Posted on: 05 Sep, 16
What you need to know
If you are looking to invest in shares or bonds, you may think about putting your money into one or more managed funds. Managed funds are pooled investments that contain different securities, so you reduce the risk of holding just a few individual shares or bonds.
You can invest in funds which provide access to a variety of different markets and sectors. But wherever you invest, you will be faced with one of the most basic questions: do you want to put your money in ‘actively’ or ‘passively’ managed funds?
Deciding if you would prefer your investment ‘actively’ or ‘passively’ managed is an important consideration and a useful step towards narrowing your choice of funds to invest in. Your first consideration is deciding how you want your investments managed. Are you looking for a fund that will be impacted by an individual fund manager’s choice of investments? Or are you more interested in keeping charges lower and prefer one that simply reflects the performance of a major index, such as the FTSE 100?
Active funds typically have higher annual management charges than passive funds. This reflects the investment managers’ potential to outperform the market, and they are managed with the aim of generating returns greater than the relevant markets, as measured by an index – known as its ‘benchmark’. The index contains the companies whose shares are being bought and sold daily by the fund. All equities belong to at least one index depending on the location of the company and the type of business.
Professional fund managers or investment research teams run active funds, and they make all the investment decisions – like which companies to invest in or when to buy and sell different assets – on your behalf. The manager will pick stocks to buy and then compare the returns that they make against the benchmark. Good stock selection is designed to pick the companies that the fund manager thinks will outperform others within the index.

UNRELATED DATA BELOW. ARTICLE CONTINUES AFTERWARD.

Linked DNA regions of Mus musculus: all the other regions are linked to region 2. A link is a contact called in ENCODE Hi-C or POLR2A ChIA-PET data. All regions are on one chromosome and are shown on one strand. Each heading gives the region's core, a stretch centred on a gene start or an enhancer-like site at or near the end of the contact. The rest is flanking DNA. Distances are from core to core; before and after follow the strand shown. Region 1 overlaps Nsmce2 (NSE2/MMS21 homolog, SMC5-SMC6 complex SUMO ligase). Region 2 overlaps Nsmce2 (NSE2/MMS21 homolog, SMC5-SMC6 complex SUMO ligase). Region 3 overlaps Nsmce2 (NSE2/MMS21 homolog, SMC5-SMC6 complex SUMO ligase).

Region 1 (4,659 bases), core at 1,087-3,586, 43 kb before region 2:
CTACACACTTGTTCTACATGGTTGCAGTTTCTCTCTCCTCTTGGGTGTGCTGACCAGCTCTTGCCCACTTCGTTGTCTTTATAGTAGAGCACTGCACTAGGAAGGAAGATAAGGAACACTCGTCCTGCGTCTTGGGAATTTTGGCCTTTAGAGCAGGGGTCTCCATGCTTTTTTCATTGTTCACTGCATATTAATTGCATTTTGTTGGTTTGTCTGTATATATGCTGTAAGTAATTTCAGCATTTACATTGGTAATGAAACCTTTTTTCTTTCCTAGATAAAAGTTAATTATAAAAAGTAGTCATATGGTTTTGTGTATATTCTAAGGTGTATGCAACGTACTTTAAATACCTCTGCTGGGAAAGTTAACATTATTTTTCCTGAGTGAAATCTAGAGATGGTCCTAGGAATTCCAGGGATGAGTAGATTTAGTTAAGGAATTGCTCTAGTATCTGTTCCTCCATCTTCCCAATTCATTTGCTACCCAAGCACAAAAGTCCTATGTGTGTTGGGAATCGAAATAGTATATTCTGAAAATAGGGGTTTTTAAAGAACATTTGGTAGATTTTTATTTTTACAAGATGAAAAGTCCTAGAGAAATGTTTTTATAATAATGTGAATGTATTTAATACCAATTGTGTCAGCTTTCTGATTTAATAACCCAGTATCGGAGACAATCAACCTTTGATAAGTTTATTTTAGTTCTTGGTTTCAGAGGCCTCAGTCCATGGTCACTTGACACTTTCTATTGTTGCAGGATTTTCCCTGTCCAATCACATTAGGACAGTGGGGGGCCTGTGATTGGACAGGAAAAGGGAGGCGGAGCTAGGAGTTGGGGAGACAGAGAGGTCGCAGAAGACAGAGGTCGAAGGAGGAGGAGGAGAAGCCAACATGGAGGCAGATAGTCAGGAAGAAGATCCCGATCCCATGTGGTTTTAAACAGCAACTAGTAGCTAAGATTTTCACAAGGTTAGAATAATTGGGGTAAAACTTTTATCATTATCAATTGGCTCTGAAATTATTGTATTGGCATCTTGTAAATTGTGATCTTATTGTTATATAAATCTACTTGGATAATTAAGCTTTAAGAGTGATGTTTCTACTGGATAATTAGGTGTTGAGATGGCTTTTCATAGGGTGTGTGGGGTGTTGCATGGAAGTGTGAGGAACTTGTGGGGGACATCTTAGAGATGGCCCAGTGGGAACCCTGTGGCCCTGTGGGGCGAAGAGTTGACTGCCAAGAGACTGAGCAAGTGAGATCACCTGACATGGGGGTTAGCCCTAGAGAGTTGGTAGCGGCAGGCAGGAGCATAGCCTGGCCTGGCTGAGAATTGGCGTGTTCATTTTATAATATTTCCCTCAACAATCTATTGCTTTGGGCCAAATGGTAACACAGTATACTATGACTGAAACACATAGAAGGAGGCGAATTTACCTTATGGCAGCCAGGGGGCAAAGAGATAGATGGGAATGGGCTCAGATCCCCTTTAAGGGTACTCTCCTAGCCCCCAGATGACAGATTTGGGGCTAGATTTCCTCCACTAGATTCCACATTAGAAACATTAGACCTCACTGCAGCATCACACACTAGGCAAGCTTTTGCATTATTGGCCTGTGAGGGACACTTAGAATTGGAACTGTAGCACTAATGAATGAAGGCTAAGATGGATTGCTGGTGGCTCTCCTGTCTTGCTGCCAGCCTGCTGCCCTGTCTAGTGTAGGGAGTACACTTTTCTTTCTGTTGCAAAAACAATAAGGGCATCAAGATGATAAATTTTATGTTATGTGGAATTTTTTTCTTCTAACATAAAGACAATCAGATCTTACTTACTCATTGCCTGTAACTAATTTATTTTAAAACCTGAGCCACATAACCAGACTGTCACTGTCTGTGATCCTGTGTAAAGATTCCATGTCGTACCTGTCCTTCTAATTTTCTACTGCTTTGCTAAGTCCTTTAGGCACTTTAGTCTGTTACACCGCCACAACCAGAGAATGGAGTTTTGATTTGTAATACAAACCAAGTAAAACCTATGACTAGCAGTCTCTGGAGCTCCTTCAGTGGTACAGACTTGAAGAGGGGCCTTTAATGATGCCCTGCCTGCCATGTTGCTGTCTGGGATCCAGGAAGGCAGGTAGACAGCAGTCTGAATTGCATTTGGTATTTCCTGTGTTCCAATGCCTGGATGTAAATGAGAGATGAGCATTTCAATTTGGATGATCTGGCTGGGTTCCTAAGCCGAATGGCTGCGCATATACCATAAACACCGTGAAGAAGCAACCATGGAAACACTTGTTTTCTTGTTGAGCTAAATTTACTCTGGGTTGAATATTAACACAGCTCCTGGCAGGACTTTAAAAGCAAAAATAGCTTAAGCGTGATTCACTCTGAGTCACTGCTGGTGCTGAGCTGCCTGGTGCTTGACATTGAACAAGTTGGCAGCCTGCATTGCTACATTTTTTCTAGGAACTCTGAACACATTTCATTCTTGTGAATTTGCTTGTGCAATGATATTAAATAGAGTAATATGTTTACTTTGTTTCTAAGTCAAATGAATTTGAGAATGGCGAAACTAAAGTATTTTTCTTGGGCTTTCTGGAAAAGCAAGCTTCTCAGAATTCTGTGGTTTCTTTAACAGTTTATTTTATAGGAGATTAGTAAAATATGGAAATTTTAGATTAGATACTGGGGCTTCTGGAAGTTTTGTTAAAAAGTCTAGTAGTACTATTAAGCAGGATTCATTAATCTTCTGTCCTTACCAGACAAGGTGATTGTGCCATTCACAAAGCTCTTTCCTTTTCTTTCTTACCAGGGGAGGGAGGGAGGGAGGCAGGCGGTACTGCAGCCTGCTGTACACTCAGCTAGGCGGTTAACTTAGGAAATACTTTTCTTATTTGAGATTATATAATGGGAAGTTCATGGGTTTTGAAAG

The manager does not have to buy all the index stocks, only the ones they believe will increase the most in value or, in some cases, pay the best dividends to give the best overall returns. They have extensive access to research in different markets and sectors and often meet with companies to analyse and assess their prospects before making a decision to invest. Typically, active fund managers base their stock buying and selling decisions on several factors including market conditions and the political climate, the state of the economy, and companyspecific factors (for example, profitability and market share).
Depending on the fund’s objective, an active fund manager may have little or no constraint on their investment choice. Where this is the case, they can select what they consider the most promising opportunities, regardless of industry sector or company size, and aim to maximise gains in rising markets and limit the effects when markets are falling.
The passive management style of investing is called ‘passive investing’, also known as ‘tracking’. A passive, or index-tracking, fund is managed with the aim of replicating the performance of a specific index. Passive investment funds track a market and charge less in comparison to an active fund. To track the FTSE 100, for example, an investment manager will aim to invest in the same shares, in the same proportions, as this index.
“Professional fund managers or investment research teams run active funds, and they make all the investment decisions – like which companies to invest in or when to buy and sell different assets – on your behalf.”
Passive fund managers won’t make any ’active’ decisions, as they’re only trying to match the index. The fund will generally rise and fall with the index. Typically, the fund will buy all the stocks in, for example, the FTSE 100 in the same proportion they represent in the index. So if Vodafone accounts for 6% of the FTSE 100 Index by value and a smaller company such as Tate & Lyle accounts for 1%, some 6% of fund by value will be in Vodafone shares and 1% by value in Tate & Lyle, and rebalancing will occur to ensure the fund is consistent with the index.
Passively managed funds perform well when markets rise and poorly when they fall, and they can be less diversified than active funds, as the relevant index may be dominated by just a few large companies. A change in the investment manager should have no impact on its performance, and they generally offer lower annual management charges, with a lower turnover of shares leading to lower transactional costs.
It’s important to remember that a degree of risk is inherent with any investment, and the potential for greater returns comes with a higher degree of investment risk. While a passive fund is considered to have less investment risk associated with it than an actively managed fund, there are still risks (such as stock market risk) involved.
Information is based on our Current understanding of Taxation legislation and Regulations. Any levels and Bases of, and reliefs from, Taxation are subject to change. The value of investments and Income from them may go Down. You may not get back the Original amount invested. Past performance is not a Reliable indicator of future Performance.
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